Engaged employees — those who approach their work with energy, dedication, and focus — are more productive and more willing to go the extra mile for their employers. Moreover, engaged workers take the initiative to change their work environments to stay engaged.
So what do we know about the inner workings of employee engagement, and what can employers do to enhance it to improve job performance? Much of the early research on this issue was done by the Gallup organization, and used by consulting companies such as Hewitt Associates to assist leaders in developing practices to assess and increase engagement.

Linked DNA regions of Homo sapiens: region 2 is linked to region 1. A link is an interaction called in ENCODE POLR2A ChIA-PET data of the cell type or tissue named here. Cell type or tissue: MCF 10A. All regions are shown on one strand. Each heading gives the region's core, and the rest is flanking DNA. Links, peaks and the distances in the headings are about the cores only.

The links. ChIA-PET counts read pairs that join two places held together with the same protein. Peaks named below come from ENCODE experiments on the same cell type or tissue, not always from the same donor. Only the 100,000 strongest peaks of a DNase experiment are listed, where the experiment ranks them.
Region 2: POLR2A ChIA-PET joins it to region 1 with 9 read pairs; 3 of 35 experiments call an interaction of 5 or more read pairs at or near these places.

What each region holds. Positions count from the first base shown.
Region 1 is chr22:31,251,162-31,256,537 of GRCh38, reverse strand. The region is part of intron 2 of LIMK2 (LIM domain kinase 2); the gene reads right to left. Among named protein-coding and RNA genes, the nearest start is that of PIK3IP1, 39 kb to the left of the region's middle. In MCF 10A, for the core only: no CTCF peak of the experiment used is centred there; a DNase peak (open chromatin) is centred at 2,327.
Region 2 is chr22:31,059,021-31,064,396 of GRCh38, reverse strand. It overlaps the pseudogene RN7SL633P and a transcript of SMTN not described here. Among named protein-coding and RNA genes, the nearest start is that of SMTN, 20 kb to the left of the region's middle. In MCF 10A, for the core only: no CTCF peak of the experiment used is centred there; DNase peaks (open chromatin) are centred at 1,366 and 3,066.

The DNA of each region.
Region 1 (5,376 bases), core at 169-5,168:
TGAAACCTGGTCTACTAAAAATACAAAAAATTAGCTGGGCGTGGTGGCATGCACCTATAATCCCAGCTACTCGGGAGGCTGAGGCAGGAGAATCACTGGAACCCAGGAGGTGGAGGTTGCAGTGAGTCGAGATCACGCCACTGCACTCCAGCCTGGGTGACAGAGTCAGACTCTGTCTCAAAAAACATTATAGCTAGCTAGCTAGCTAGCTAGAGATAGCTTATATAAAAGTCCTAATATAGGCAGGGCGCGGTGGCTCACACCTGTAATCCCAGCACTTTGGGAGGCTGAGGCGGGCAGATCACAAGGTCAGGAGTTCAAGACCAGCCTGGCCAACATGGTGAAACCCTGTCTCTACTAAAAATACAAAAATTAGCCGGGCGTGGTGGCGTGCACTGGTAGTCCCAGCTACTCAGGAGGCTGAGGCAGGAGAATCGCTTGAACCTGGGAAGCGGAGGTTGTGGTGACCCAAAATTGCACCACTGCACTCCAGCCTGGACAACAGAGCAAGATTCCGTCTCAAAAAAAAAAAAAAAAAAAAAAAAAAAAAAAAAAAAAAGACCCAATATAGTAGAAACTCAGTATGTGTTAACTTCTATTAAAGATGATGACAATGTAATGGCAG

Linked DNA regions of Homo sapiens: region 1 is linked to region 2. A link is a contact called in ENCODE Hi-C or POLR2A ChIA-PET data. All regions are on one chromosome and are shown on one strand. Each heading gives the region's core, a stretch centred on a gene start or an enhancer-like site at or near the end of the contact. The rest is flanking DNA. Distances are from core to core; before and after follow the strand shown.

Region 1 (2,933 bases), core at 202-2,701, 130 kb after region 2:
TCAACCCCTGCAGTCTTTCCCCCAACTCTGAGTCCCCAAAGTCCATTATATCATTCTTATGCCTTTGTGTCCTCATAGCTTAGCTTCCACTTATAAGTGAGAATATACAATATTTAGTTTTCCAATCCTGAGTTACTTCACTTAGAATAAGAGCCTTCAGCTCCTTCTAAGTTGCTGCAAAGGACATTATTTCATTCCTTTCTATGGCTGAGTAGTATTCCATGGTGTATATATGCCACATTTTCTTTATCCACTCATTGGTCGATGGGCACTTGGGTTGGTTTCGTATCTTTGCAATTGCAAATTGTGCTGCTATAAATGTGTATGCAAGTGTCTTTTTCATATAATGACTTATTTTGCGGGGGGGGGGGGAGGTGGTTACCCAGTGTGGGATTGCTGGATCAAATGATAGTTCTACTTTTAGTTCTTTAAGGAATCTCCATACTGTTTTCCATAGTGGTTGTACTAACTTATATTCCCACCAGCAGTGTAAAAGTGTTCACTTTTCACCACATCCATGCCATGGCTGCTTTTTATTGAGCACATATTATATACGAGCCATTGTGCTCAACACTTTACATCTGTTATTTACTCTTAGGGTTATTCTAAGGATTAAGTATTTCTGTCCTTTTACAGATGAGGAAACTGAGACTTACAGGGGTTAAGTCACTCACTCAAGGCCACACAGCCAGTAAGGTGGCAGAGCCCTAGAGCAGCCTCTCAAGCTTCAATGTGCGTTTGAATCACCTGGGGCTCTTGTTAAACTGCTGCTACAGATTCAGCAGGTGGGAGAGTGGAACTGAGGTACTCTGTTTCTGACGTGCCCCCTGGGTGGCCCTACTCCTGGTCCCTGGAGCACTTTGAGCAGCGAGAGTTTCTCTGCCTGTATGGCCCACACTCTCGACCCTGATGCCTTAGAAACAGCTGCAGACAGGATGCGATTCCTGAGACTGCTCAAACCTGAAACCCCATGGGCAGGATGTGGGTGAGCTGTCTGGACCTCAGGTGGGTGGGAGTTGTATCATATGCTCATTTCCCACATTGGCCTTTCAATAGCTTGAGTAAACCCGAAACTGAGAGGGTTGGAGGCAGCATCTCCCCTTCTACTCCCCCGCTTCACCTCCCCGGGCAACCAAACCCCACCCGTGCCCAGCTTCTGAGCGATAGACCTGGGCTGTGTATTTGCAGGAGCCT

The most recent research conducted by Arnold B. Bakker and associates at Erasmus University in the Netherlands, and published in the journal, Current Directions in Psychological Science, has concluded that work engagement depends on two kinds of resources: Job resources such as social support, feedback and opportunities for autonomy, variety and growth. The second resource is the employee’s personal resources, such as self-esteem and optimism. Interestingly, engagement is greatest when the demands of the job are highest, Bakker contends.
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